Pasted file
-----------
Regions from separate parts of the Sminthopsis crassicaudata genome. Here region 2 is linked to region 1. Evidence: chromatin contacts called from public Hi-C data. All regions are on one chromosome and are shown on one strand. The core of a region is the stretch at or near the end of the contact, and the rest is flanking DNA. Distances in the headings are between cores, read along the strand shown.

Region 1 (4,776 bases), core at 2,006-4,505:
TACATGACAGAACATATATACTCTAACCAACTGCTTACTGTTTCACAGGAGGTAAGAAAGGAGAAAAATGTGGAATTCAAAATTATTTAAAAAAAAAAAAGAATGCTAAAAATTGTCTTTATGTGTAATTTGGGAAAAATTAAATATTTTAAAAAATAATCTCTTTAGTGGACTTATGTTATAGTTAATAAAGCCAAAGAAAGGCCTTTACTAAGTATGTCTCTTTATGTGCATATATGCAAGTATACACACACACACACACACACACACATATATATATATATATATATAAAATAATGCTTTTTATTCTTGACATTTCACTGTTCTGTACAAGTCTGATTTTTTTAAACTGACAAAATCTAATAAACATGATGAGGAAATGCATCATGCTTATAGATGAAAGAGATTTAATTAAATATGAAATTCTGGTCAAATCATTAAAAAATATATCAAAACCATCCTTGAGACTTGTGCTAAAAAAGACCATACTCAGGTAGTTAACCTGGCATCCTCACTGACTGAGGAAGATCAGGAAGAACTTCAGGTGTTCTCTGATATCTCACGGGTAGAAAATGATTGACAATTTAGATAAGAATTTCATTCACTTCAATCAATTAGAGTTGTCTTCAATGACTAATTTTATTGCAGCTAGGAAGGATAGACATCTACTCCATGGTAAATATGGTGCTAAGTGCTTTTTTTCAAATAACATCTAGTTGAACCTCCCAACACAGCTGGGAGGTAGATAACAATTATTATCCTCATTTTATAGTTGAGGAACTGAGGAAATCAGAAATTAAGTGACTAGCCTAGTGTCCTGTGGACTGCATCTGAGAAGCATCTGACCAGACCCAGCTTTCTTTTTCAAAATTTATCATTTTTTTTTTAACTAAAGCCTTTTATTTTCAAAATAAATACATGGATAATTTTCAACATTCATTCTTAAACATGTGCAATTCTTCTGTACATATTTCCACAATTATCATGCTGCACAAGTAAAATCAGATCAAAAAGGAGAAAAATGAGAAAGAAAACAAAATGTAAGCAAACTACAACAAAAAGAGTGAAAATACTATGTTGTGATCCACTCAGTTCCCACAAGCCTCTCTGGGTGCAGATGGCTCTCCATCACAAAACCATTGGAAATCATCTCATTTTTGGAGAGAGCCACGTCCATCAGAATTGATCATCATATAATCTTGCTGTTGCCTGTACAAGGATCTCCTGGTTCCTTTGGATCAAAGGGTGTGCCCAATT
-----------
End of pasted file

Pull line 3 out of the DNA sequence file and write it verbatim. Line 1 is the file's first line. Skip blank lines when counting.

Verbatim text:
TACATGACAGAACATATATACTCTAACCAACTGCTTACTGTTTCACAGGAGGTAAGAAAGGAGAAAAATGTGGAATTCAAAATTATTTAAAAAAAAAAAAGAATGCTAAAAATTGTCTTTATGTGTAATTTGGGAAAAATTAAATATTTTAAAAAATAATCTCTTTAGTGGACTTATGTTATAGTTAATAAAGCCAAAGAAAGGCCTTTACTAAGTATGTCTCTTTATGTGCATATATGCAAGTATACACACACACACACACACACACACATATATATATATATATATATAAAATAATGCTTTTTATTCTTGACATTTCACTGTTCTGTACAAGTCTGATTTTTTTAAACTGACAAAATCTAATAAACATGATGAGGAAATGCATCATGCTTATAGATGAAAGAGATTTAATTAAATATGAAATTCTGGTCAAATCATTAAAAAATATATCAAAACCATCCTTGAGACTTGTGCTAAAAAAGACCATACTCAGGTAGTTAACCTGGCATCCTCACTGACTGAGGAAGATCAGGAAGAACTTCAGGTGTTCTCTGATATCTCACGGGTAGAAAATGATTGACAATTTAGATAAGAATTTCATTCACTTCAATCAATTAGAGTTGTCTTCAATGACTAATTTTATTGCAGCTAGGAAGGATAGACATCTACTCCATGGTAAATATGGTGCTAAGTGCTTTTTTTCAAATAACATCTAGTTGAACCTCCCAACACAGCTGGGAGGTAGATAACAATTATTATCCTCATTTTATAGTTGAGGAACTGAGGAAATCAGAAATTAAGTGACTAGCCTAGTGTCCTGTGGACTGCATCTGAGAAGCATCTGACCAGACCCAGCTTTCTTTTTCAAAATTTATCATTTTTTTTTTAACTAAAGCCTTTTATTTTCAAAATAAATACATGGATAATTTTCAACATTCATTCTTAAACATGTGCAATTCTTCTGTACATATTTCCACAATTATCATGCTGCACAAGTAAAATCAGATCAAAAAGGAGAAAAATGAGAAAGAAAACAAAATGTAAGCAAACTACAACAAAAAGAGTGAAAATACTATGTTGTGATCCACTCAGTTCCCACAAGCCTCTCTGGGTGCAGATGGCTCTCCATCACAAAACCATTGGAAATCATCTCATTTTTGGAGAGAGCCACGTCCATCAGAATTGATCATCATATAATCTTGCTGTTGCCTGTACAAGGATCTCCTGGTTCCTTTGGATCAAAGGGTGTGCCCAATT